2010 has been a depressing year politically (can anyone remember one that was not?), but there has been much to celebrate in the arts. I am probably tempting fate by naming performances of the year now, but should any more come along in the next week-and-a-half, all the better. I have limited myself, as last year, to twelve, so averaging once a month. A good few performances have found themselves almost arbitrarily rejected, sometimes on the grounds of offering a broader selection, but all the reviews remain of course. Enough of the caveats; here they are, the order solely chronological, with links to the full reviews:
Staatskapelle Berlin/Daniel Barenboim: Beethoven and Schoenberg, Royal Festival Hall
Daniel Barenboim's survey of the Beethoven piano concertos proved a little more hit and miss than his sonata cycle. However, when the performances came off, they really came off, as in this account of the Third. Nevertheless, it was for Schoenberg, an enduring passion, that Barenboim truly pulled out all the stops. Not only did he and the Staatskapelle Berlin - may they never be forgotten! - provide a superlative performance of the Variations for Orchestra, op.31, something of a Barenboim speciality; Barenboim prefaced it with a straightforwardly brilliant spoken introduction to the work. Did he not already have a multiplicity of careers, I should recommend him as a university lecturer, though the rest of us might soon be out of our jobs...
The Gambler: Royal Opera House
Prokofiev's first opera, bar juvenilia, finally arrived on stage at Covent Garden, and in style! Richard Jones's production looked good, indeed very good, and managed more or less to make sense of the drama's hectic comings and goings. A fine cast had no weak links, but Susan Bickley's Babulenka truly stole the show. As ever with opera, there are simply too many variables to have no cavils at all (why did it have to be sung in English?) but this was a wonderful evening, a true credit to a company which, when it puts its mind to it, can equal any in the world.
Matthias Goerne/Helmut Deutsch: Schubert Lieder, Wigmore Hall
These musicians seem so unerringly excellent that they could readily be taken for granted - that is until one hears a recital such as this, haunted by death yet also ravishingly beautiful. Dramatic power and subtlety were employed in equal measure.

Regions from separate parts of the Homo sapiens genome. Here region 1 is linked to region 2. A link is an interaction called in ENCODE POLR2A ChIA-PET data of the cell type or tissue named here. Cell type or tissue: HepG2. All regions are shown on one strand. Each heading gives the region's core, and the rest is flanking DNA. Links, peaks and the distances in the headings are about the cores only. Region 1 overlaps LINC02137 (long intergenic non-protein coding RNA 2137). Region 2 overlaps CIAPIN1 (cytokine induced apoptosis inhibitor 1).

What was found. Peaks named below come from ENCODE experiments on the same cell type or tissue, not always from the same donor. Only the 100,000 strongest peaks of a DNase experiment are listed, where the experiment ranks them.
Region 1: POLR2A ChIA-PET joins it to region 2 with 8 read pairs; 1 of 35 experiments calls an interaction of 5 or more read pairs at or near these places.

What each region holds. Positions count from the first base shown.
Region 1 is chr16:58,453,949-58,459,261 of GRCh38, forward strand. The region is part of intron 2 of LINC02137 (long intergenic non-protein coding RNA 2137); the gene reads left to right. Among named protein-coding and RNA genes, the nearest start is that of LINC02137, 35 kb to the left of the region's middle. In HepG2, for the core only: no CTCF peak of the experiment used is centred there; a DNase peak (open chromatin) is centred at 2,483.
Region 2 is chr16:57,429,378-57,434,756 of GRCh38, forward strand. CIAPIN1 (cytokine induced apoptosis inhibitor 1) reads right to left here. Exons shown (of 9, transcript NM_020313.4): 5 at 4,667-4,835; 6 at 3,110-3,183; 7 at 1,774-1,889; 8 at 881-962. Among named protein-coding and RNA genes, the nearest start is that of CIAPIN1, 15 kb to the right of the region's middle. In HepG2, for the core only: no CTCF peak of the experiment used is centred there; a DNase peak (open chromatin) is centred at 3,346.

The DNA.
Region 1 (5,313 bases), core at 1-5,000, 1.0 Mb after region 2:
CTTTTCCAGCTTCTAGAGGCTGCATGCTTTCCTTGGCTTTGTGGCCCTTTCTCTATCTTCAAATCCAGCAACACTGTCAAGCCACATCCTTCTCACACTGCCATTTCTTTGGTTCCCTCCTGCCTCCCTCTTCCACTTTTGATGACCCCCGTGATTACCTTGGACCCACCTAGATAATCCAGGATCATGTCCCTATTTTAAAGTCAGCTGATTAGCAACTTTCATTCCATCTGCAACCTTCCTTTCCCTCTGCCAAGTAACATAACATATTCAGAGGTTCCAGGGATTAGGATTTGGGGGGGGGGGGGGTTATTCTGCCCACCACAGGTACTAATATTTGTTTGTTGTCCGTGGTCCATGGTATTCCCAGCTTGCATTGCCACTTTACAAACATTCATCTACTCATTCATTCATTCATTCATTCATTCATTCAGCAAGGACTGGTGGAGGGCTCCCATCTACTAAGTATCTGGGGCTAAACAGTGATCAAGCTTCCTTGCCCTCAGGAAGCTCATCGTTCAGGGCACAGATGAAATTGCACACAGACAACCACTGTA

Maurizio Pollini: Chopin, Debussy, and Boulez, Berlin Philharmonie
Pollini had impressed mightly in one of the Royal Festival Hall's two 'birthday' recitals for Chopin. (So had Krystian Zimerman in the other.) This Berlin recital was, if anything, still finer. The complete Chopin Preludes emerged in perfect balance both as a tonal cycle and as a sequence of characteristic pieces. A selection from Debussy's first book proved a sonorous and musical delight; would that Pollini's detractors could have heard such warmth. Finally, Boulez's Second Sonata, as part of the Berlin Staatsoper's celebrations for the composer's eighty-fifth birthday. The work can surely never have been better performed, even by Pollini.
Hommage à Pierre Boulez: Staatsoper Unter den Linden, Berlin
Members of the West-Eastern Divan Orchestra performed under Barenboim and Boulez for this birthday tribute. Messagesquisse and Anthèmes 2 received excellent performances, Hassan Moatez El Molla an exceptionally fine cellist in the former, with Michael Barenboim bravely and convincingly essaying the violin part of the latter. Le Marteau sans maître from the hands of Boulez himself sounded more beautifully, almost Mozartian, than ever: quite mesmerising.
Jerusalem Quartet: Mozart and Janáček, Wigmore Hall